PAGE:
WASHINGTON — The area planted to hemp in the United States increased to 78,176 acres in 2018 from 25,713 acres in 2017, according to a crop report from Washington-based Vote Hemp, a hemp advocacy organization. The natural foods industry is one of the fastest growing categories for hemp use as it contains omega-3 fatty acids, omega-6 fatty acids, fiber protein, vitamin E and iron, according to Vote Hemp.
The Agricultural Improvement Act of 2018, also known as the farm bill, removed hemp from the Controlled Substances Act, which cleared the way for the cultivation, production or commercial activity in the United States for products that contain hemp or constituents of hemp. While hemp and marijuana both are classified as cannabis, hemp contains 0.3% or less of the psychoactive compound delta-9-tetrahydrocannabinol (T.H.C.).
“We’ve seen hemp cultivation significantly expand in the U.S. in 2018, with over triple the number of acres planted in hemp compared to last year and the addition of four more states with hemp programs,” said Eric Steenstra, president of Vote Hemp. “Now that we have lifted federal prohibition on hemp farming, it’s time to invest our energy in expanding hemp cultivation and the market for hemp products across the country so that all can reap the benefits of this versatile, historic American crop.”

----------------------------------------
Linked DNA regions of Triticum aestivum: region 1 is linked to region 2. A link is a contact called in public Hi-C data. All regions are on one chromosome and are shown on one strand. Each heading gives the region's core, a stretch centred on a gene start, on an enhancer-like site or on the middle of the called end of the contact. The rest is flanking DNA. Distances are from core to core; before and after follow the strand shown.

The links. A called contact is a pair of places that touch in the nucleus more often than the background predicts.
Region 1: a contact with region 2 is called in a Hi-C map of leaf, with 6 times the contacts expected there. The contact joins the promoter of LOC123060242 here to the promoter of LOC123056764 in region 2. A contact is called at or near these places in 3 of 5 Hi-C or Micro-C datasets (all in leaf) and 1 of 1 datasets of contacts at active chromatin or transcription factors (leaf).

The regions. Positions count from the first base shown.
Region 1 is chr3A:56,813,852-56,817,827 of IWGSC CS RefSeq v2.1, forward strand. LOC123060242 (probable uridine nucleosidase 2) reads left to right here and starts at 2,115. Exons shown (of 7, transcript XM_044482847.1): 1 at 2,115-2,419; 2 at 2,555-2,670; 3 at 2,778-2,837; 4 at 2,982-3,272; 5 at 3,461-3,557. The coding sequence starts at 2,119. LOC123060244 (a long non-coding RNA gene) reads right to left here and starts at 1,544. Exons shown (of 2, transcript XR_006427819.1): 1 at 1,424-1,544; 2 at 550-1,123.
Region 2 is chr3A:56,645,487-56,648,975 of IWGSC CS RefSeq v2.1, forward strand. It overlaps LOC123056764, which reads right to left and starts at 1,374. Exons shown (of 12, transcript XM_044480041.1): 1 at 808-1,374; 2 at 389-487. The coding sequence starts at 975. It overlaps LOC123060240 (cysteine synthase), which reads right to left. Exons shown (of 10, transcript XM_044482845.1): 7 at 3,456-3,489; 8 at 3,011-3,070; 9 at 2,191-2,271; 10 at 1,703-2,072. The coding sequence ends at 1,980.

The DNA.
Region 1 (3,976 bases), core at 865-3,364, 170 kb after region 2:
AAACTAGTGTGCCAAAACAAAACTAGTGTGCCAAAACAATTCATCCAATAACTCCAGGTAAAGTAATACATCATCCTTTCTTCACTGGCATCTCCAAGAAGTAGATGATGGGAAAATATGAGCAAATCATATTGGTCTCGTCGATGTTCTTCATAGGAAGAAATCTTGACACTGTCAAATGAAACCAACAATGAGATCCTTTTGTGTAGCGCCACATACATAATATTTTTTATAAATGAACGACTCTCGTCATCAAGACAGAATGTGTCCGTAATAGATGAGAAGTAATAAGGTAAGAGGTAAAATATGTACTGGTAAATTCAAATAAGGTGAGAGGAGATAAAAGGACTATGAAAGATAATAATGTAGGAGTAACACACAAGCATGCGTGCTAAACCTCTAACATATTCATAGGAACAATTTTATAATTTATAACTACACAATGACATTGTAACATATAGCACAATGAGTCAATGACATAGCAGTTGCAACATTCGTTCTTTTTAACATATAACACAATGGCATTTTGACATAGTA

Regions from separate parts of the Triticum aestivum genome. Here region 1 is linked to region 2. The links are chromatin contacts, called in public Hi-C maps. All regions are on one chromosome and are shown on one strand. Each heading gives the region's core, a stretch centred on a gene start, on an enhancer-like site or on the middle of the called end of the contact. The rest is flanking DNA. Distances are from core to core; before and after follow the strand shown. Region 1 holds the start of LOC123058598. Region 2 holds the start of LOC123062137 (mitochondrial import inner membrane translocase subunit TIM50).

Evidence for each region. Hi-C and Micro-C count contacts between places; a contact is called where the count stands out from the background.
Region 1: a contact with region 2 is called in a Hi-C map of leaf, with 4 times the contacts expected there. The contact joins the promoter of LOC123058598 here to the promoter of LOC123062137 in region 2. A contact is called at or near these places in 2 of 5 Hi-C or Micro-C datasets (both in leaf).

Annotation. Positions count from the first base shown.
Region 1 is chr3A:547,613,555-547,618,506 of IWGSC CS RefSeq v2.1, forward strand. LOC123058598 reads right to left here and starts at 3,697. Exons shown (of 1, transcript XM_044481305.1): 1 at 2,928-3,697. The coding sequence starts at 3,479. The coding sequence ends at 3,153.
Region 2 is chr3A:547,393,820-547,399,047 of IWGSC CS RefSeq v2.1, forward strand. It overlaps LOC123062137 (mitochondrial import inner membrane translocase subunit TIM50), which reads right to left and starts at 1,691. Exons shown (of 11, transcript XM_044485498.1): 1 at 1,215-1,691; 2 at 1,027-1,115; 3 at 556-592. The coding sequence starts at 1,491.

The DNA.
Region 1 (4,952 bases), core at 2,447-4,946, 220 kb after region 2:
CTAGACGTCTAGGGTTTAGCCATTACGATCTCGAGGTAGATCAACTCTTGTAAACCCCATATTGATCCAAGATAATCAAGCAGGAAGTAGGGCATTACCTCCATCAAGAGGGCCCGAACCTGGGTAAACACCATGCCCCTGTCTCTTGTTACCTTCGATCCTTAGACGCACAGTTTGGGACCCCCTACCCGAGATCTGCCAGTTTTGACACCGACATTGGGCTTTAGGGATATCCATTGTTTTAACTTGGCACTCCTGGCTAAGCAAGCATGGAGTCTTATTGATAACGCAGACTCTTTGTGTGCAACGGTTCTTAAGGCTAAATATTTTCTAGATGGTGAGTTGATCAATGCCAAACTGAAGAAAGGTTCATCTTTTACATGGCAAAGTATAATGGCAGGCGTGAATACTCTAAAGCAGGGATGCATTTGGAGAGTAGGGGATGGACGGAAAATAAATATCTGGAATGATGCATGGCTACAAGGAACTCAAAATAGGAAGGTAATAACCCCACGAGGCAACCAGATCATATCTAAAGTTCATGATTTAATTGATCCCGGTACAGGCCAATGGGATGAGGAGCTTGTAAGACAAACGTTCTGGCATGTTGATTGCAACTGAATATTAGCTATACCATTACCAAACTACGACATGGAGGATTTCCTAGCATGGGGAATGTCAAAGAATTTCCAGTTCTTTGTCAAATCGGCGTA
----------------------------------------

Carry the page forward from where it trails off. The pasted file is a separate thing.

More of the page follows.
Hemp was grown in 23 states in 2018. Montana led the way at 22,000 acres, up from 542 acres in 2017. Colorado rose to 21,578 acres from 9,700 acres. Forty universities conducted research on hemp in 2018. Besides foods and beverages, other potential uses for hemp include batteries and packaging materials.